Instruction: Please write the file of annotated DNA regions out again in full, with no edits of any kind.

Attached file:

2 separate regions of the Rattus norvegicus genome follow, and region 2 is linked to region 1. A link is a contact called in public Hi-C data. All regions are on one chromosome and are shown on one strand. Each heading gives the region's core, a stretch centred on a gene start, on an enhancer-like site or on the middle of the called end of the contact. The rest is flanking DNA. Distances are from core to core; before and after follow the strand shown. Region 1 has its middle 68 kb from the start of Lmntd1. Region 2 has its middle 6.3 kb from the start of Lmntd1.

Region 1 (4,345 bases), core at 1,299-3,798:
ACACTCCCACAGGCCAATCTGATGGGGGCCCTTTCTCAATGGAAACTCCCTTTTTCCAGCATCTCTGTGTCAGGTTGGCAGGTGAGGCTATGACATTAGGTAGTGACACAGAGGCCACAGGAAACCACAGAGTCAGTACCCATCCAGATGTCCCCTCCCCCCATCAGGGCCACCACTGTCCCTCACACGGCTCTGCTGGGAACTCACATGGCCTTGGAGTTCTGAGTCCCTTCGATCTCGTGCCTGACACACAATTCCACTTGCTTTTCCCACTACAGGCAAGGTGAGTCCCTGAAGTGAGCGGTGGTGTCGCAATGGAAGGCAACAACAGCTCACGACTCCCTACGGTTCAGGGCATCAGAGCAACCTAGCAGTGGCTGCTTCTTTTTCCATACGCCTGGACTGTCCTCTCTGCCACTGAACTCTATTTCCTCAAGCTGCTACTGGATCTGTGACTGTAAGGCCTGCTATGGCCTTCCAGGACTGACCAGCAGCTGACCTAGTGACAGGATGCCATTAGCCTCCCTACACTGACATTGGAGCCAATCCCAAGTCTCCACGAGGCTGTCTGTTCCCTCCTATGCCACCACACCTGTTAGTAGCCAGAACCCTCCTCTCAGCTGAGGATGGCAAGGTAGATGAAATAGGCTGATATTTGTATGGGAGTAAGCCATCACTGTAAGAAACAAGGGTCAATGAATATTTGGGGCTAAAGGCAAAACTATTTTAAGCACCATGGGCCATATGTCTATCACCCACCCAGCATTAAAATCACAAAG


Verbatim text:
2 separate regions of the Rattus norvegicus genome follow, and region 2 is linked to region 1. A link is a contact called in public Hi-C data. All regions are on one chromosome and are shown on one strand. Each heading gives the region's core, a stretch centred on a gene start, on an enhancer-like site or on the middle of the called end of the contact. The rest is flanking DNA. Distances are from core to core; before and after follow the strand shown. Region 1 has its middle 68 kb from the start of Lmntd1. Region 2 has its middle 6.3 kb from the start of Lmntd1.

Region 1 (4,345 bases), core at 1,299-3,798:
ACACTCCCACAGGCCAATCTGATGGGGGCCCTTTCTCAATGGAAACTCCCTTTTTCCAGCATCTCTGTGTCAGGTTGGCAGGTGAGGCTATGACATTAGGTAGTGACACAGAGGCCACAGGAAACCACAGAGTCAGTACCCATCCAGATGTCCCCTCCCCCCATCAGGGCCACCACTGTCCCTCACACGGCTCTGCTGGGAACTCACATGGCCTTGGAGTTCTGAGTCCCTTCGATCTCGTGCCTGACACACAATTCCACTTGCTTTTCCCACTACAGGCAAGGTGAGTCCCTGAAGTGAGCGGTGGTGTCGCAATGGAAGGCAACAACAGCTCACGACTCCCTACGGTTCAGGGCATCAGAGCAACCTAGCAGTGGCTGCTTCTTTTTCCATACGCCTGGACTGTCCTCTCTGCCACTGAACTCTATTTCCTCAAGCTGCTACTGGATCTGTGACTGTAAGGCCTGCTATGGCCTTCCAGGACTGACCAGCAGCTGACCTAGTGACAGGATGCCATTAGCCTCCCTACACTGACATTGGAGCCAATCCCAAGTCTCCACGAGGCTGTCTGTTCCCTCCTATGCCACCACACCTGTTAGTAGCCAGAACCCTCCTCTCAGCTGAGGATGGCAAGGTAGATGAAATAGGCTGATATTTGTATGGGAGTAAGCCATCACTGTAAGAAACAAGGGTCAATGAATATTTGGGGCTAAAGGCAAAACTATTTTAAGCACCATGGGCCATATGTCTATCACCCACCCAGCATTAAAATCACAAAG